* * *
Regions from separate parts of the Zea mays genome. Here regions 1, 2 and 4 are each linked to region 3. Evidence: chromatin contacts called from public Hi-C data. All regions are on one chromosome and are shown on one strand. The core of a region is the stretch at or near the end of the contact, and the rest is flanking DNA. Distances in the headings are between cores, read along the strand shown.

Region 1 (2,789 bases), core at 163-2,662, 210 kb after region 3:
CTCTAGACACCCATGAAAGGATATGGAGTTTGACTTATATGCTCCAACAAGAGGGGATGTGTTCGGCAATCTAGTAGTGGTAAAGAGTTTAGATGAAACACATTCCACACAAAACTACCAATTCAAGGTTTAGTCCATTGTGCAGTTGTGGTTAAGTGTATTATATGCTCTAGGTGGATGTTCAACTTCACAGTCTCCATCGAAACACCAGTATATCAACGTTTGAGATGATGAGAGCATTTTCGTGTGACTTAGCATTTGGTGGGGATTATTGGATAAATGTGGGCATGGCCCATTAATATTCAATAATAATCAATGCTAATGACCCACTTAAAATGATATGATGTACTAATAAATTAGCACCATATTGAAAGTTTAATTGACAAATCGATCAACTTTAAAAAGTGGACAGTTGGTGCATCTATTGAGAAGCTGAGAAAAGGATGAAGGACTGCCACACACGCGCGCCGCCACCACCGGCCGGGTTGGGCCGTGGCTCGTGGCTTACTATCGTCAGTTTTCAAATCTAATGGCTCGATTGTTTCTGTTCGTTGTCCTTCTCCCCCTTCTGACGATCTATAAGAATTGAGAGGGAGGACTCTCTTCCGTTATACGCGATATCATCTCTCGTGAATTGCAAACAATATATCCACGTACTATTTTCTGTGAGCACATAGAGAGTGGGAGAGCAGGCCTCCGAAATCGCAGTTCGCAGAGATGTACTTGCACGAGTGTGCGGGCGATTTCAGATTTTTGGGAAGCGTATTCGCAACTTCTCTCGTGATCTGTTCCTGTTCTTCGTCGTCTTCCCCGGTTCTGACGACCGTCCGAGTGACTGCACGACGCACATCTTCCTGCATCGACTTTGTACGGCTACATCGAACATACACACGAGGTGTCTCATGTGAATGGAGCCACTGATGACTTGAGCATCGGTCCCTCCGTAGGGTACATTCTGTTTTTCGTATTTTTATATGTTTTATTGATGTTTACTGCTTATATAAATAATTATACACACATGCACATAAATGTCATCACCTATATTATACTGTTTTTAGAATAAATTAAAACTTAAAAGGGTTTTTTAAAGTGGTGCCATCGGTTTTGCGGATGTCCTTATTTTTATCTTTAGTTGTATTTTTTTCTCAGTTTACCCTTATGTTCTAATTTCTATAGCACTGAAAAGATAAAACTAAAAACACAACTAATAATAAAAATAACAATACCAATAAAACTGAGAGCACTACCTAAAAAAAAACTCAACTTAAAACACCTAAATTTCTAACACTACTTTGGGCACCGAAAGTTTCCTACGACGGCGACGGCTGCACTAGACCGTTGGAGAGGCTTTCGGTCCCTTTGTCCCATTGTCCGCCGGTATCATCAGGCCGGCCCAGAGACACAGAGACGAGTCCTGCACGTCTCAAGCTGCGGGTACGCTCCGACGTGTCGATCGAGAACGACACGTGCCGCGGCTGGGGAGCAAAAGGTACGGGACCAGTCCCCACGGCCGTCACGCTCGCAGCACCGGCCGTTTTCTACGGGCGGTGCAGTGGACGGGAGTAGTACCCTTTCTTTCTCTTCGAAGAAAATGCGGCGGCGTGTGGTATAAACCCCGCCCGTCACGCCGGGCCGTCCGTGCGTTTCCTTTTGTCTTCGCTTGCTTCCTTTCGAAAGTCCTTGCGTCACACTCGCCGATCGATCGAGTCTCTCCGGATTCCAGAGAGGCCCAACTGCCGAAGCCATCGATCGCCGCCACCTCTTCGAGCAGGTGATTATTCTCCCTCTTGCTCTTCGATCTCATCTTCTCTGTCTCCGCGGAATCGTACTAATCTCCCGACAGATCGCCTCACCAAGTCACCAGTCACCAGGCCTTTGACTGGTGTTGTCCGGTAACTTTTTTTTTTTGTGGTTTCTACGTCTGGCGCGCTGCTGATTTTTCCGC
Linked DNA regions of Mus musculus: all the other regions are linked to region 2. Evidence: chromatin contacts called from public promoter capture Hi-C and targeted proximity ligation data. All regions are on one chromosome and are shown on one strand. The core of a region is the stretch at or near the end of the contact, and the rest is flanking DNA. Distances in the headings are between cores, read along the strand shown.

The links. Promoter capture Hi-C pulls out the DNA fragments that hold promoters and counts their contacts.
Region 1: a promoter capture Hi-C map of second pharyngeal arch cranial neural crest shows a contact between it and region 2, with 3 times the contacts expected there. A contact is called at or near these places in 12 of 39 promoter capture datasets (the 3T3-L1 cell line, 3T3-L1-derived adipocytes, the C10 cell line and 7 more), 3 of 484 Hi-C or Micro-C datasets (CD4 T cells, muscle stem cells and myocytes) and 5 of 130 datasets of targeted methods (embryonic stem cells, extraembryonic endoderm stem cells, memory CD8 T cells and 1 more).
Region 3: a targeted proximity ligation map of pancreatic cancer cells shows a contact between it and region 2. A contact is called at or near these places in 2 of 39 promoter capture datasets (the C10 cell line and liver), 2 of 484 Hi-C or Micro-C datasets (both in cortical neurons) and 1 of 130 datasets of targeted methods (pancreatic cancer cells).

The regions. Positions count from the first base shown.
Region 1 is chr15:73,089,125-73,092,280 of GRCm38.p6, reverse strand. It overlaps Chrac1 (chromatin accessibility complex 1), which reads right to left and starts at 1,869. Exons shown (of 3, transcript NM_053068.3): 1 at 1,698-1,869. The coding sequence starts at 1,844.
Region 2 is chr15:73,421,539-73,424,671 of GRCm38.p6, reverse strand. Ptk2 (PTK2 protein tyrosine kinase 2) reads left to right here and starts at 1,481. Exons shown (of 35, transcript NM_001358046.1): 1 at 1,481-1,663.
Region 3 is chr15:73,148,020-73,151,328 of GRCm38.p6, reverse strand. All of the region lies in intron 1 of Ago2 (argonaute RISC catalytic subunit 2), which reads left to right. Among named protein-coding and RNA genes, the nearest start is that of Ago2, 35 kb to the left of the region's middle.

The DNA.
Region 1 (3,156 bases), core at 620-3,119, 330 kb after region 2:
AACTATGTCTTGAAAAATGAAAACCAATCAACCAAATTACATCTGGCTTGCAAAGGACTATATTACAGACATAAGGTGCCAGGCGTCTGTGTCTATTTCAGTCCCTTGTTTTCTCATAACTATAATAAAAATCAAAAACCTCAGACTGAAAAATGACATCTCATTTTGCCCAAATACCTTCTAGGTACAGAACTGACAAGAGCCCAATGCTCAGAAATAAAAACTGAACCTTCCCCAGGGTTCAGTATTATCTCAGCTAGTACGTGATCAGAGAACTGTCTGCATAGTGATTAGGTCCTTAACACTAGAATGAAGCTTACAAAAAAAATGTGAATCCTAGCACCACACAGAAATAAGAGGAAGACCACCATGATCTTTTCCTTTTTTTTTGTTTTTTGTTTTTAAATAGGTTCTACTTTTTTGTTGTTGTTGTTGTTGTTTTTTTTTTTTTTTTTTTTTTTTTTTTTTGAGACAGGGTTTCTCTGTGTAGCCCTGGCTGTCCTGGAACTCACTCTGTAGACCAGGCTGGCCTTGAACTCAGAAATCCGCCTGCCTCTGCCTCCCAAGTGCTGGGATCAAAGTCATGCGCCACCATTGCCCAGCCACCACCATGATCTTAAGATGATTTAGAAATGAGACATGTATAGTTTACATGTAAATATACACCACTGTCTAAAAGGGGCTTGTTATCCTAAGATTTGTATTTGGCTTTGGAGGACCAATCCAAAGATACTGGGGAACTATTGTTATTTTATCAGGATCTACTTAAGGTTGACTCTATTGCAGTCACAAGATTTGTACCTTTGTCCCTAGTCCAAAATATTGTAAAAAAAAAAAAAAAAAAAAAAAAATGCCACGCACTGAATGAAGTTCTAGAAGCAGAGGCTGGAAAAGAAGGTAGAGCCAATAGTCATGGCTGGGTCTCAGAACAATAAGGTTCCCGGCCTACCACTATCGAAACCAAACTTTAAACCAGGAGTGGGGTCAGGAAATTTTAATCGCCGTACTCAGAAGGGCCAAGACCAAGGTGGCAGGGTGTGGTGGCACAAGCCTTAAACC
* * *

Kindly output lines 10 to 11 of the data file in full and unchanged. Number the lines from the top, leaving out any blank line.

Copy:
Region 2 is chr15:73,421,539-73,424,671 of GRCm38.p6, reverse strand. Ptk2 (PTK2 protein tyrosine kinase 2) reads left to right here and starts at 1,481. Exons shown (of 35, transcript NM_001358046.1): 1 at 1,481-1,663.
Region 3 is chr15:73,148,020-73,151,328 of GRCm38.p6, reverse strand. All of the region lies in intron 1 of Ago2 (argonaute RISC catalytic subunit 2), which reads left to right. Among named protein-coding and RNA genes, the nearest start is that of Ago2, 35 kb to the left of the region's middle.